KAPAA — It was eight years ago, her first time on Kauai, when Kelly Kelsey made a whale connection.
She and friends were looking out at the ocean, holding hands, praying and singing.
“The minute we started singing, these three whales started jumping in unison and kept going,” she said.
It was a magical moment.
“After about five minutes, we stopped singing and they stopping jumping,” she said. “I said, ‘I think they heard us.’”
There have been more such moments between Kelsey and the whales, where she would send out a song or even a thought and be rewarded with a tail slap.
“I think, ‘OK, we are definitely connected,’” she said.
That connection was strong Sunday during a welcoming the whale ceremony Sunday afternoon at Kealia Beach lookout.
The event, organized by Kohola Leo, which means voice of the whales, welcomes the return of the humpback whales from Alaska to spend the winter in Hawaii so they can breed and deliver their babies in warm tropical waters.
About 100 people, as they gazed out on the ocean on a beautiful blue-skied, warm day, listened to music, poems and stories on the fifth anniversary of the welcoming party “to pay homage to the gentile, majestic giants of the sea.”
“We want to wish them well and a prosperous year to share our love for them together as a group,” said Kalasara Setaysha with Kohola Leo.
Many cried out and cheered when several whales spouted in the distance, one showing its tail.
Others spoke of the meaning of whales in their lives and feeling a love and energy whenever the whales are near. Aweepano Vivian Satow spoke of feeling the whales flying in the night sky, “sending their song into the core of the Earth and back up to the stars.”
Another man, Mikha’el Sol, breathed deeply and held his hands out before saying, “I am whole and complete, exactly the way I am.”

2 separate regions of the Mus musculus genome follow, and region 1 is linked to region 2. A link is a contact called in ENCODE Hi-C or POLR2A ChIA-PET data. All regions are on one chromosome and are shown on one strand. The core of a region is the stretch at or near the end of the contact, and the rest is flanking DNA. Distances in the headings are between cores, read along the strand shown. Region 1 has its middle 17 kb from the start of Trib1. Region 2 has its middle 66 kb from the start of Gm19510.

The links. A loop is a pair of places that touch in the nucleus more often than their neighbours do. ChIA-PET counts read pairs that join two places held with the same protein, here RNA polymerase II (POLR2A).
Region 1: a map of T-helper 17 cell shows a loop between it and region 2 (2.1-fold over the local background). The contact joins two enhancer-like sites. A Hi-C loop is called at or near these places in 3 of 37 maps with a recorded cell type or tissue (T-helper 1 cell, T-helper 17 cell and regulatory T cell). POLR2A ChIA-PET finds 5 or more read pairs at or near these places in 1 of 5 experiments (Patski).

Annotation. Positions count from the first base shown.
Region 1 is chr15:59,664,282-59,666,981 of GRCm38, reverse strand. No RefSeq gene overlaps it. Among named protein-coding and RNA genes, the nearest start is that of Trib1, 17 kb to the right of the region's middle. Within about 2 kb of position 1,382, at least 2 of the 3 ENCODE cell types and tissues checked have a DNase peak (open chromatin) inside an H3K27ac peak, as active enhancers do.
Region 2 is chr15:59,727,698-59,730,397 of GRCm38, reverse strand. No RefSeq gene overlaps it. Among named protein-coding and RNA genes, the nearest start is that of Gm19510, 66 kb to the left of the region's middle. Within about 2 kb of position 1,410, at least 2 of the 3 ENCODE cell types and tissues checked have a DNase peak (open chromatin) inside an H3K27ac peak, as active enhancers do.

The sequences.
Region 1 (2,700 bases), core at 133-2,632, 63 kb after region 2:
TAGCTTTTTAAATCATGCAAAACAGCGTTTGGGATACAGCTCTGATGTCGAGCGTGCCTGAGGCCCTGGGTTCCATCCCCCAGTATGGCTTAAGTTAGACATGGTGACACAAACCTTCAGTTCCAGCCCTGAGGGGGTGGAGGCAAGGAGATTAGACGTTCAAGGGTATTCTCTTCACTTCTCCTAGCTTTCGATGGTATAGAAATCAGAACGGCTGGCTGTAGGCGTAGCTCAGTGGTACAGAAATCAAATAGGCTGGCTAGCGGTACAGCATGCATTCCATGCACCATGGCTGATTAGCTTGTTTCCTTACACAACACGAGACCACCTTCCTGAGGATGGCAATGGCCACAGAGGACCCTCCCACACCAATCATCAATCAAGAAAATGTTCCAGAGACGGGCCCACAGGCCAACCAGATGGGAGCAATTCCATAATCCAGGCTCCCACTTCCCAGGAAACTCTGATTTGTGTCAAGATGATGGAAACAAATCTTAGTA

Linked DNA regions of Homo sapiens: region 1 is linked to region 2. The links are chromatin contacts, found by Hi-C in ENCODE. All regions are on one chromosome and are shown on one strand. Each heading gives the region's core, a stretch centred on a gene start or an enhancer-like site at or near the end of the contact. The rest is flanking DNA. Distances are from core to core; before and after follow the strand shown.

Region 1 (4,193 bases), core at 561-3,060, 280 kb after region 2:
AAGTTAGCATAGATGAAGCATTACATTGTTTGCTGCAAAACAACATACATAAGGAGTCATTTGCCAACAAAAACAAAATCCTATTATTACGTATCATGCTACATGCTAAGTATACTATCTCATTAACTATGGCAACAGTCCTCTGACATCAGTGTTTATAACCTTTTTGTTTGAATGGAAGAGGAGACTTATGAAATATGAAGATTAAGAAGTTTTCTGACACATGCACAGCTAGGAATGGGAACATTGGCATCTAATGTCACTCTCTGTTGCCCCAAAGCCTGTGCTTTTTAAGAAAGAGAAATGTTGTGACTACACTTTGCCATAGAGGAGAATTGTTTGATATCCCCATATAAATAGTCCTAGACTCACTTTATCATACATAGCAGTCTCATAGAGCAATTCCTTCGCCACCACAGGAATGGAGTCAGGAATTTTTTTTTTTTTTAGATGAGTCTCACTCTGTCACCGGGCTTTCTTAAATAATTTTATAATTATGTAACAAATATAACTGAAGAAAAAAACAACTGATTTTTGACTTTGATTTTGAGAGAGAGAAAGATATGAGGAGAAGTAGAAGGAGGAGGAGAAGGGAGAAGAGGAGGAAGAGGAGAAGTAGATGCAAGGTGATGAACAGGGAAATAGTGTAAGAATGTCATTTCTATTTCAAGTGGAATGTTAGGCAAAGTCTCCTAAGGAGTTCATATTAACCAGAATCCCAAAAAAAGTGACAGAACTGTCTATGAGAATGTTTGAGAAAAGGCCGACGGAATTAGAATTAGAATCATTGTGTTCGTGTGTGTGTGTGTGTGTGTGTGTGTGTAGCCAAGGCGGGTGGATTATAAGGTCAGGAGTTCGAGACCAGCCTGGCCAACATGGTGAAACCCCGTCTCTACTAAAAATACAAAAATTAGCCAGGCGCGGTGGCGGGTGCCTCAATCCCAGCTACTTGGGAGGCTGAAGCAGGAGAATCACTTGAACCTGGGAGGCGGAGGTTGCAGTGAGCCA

“It’s a wonderful celebration,” said Tom Teal of Northern California who attended the welcome.
It’s about protecting the whales, too, said Kelsey, co-organizer and founder of the welcoming in its fifth year, keeping them safe from sonar and other negative impacts. She said it’s about giving them a sanctuary in Hawaiian waters.
“Mind, heart and body, we can celebrate them and be mindful of them,” she said.
That message, she said, is getting through.
“I feel like people are waking up to the fact we’re all sharing the planet,” Kelsey said.
Sandy Herndon of Kapaa told a story of wanting to swim with whales in the Dominican Republic, but being afraid.
Finally, she found the courage to wear a vest and float in the waters while others in her group swam farther out toward a mother whale and her baby.
“It was such a beautiful thing to see, the interaction between the people in the group and the mother and the baby. She was not afraid at all these humans were trying to harm her child. I was just blown away,” Herndon said.
But that was nothing, she said, compared to what happened next.
“That momma left her baby and swam over to where I was and turned and looked at me and then swam back to the child,” she said.
“If I never understood compassion, I got it then. And what I would like to offer to you, is don’t be afraid. Don’t be afraid. This is 2015. We’ve got a magnificent opportunity as a community to support Terry Lilley (marine biologist in Hanalei), to support the whales and to support ourselves in reaching out and doing whatever it is you think you can’t do, because you can.”
Bill Buley, editor-in-chief, can be reached at 245-0457 or firstname.lastname@example.org.